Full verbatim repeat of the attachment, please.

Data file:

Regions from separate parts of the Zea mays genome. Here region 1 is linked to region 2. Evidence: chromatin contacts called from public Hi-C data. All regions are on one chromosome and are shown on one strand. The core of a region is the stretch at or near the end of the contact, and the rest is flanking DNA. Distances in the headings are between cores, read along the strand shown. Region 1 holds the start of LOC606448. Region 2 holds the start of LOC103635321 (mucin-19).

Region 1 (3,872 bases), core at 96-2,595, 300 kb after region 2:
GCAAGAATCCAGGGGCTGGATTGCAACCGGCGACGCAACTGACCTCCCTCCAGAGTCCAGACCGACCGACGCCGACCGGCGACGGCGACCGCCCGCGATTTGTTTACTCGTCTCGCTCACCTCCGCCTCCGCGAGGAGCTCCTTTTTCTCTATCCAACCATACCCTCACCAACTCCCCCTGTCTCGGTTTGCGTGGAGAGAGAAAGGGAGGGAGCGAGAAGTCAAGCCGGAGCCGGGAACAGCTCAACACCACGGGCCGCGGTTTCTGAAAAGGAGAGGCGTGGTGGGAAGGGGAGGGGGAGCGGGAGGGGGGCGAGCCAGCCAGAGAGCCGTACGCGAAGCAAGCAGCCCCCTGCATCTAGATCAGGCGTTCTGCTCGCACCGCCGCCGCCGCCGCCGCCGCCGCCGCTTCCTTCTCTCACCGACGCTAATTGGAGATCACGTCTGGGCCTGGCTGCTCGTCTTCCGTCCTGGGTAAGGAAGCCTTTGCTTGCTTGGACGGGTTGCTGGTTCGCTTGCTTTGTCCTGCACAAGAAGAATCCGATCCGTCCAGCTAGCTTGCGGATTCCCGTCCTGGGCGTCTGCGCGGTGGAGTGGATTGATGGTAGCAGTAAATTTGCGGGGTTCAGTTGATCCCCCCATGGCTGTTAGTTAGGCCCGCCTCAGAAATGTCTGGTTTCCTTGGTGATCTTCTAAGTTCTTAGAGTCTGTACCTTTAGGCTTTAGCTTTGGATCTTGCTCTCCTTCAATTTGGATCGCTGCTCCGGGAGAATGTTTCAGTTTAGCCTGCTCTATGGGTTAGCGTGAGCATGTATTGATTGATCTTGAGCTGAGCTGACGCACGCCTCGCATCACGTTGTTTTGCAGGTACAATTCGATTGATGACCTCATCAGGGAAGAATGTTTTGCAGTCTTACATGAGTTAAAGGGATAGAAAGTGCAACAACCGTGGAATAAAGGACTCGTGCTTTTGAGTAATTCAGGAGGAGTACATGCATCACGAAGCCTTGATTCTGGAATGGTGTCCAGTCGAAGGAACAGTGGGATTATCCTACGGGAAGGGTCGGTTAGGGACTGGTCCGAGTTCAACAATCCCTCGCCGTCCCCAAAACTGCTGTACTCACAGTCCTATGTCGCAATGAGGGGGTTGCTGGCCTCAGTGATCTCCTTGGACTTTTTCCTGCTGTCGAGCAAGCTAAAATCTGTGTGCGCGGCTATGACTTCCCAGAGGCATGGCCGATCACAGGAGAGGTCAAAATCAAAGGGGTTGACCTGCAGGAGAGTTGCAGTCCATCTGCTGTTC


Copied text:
Regions from separate parts of the Zea mays genome. Here region 1 is linked to region 2. Evidence: chromatin contacts called from public Hi-C data. All regions are on one chromosome and are shown on one strand. The core of a region is the stretch at or near the end of the contact, and the rest is flanking DNA. Distances in the headings are between cores, read along the strand shown. Region 1 holds the start of LOC606448. Region 2 holds the start of LOC103635321 (mucin-19).

Region 1 (3,872 bases), core at 96-2,595, 300 kb after region 2:
GCAAGAATCCAGGGGCTGGATTGCAACCGGCGACGCAACTGACCTCCCTCCAGAGTCCAGACCGACCGACGCCGACCGGCGACGGCGACCGCCCGCGATTTGTTTACTCGTCTCGCTCACCTCCGCCTCCGCGAGGAGCTCCTTTTTCTCTATCCAACCATACCCTCACCAACTCCCCCTGTCTCGGTTTGCGTGGAGAGAGAAAGGGAGGGAGCGAGAAGTCAAGCCGGAGCCGGGAACAGCTCAACACCACGGGCCGCGGTTTCTGAAAAGGAGAGGCGTGGTGGGAAGGGGAGGGGGAGCGGGAGGGGGGCGAGCCAGCCAGAGAGCCGTACGCGAAGCAAGCAGCCCCCTGCATCTAGATCAGGCGTTCTGCTCGCACCGCCGCCGCCGCCGCCGCCGCCGCCGCTTCCTTCTCTCACCGACGCTAATTGGAGATCACGTCTGGGCCTGGCTGCTCGTCTTCCGTCCTGGGTAAGGAAGCCTTTGCTTGCTTGGACGGGTTGCTGGTTCGCTTGCTTTGTCCTGCACAAGAAGAATCCGATCCGTCCAGCTAGCTTGCGGATTCCCGTCCTGGGCGTCTGCGCGGTGGAGTGGATTGATGGTAGCAGTAAATTTGCGGGGTTCAGTTGATCCCCCCATGGCTGTTAGTTAGGCCCGCCTCAGAAATGTCTGGTTTCCTTGGTGATCTTCTAAGTTCTTAGAGTCTGTACCTTTAGGCTTTAGCTTTGGATCTTGCTCTCCTTCAATTTGGATCGCTGCTCCGGGAGAATGTTTCAGTTTAGCCTGCTCTATGGGTTAGCGTGAGCATGTATTGATTGATCTTGAGCTGAGCTGACGCACGCCTCGCATCACGTTGTTTTGCAGGTACAATTCGATTGATGACCTCATCAGGGAAGAATGTTTTGCAGTCTTACATGAGTTAAAGGGATAGAAAGTGCAACAACCGTGGAATAAAGGACTCGTGCTTTTGAGTAATTCAGGAGGAGTACATGCATCACGAAGCCTTGATTCTGGAATGGTGTCCAGTCGAAGGAACAGTGGGATTATCCTACGGGAAGGGTCGGTTAGGGACTGGTCCGAGTTCAACAATCCCTCGCCGTCCCCAAAACTGCTGTACTCACAGTCCTATGTCGCAATGAGGGGGTTGCTGGCCTCAGTGATCTCCTTGGACTTTTTCCTGCTGTCGAGCAAGCTAAAATCTGTGTGCGCGGCTATGACTTCCCAGAGGCATGGCCGATCACAGGAGAGGTCAAAATCAAAGGGGTTGACCTGCAGGAGAGTTGCAGTCCATCTGCTGTTC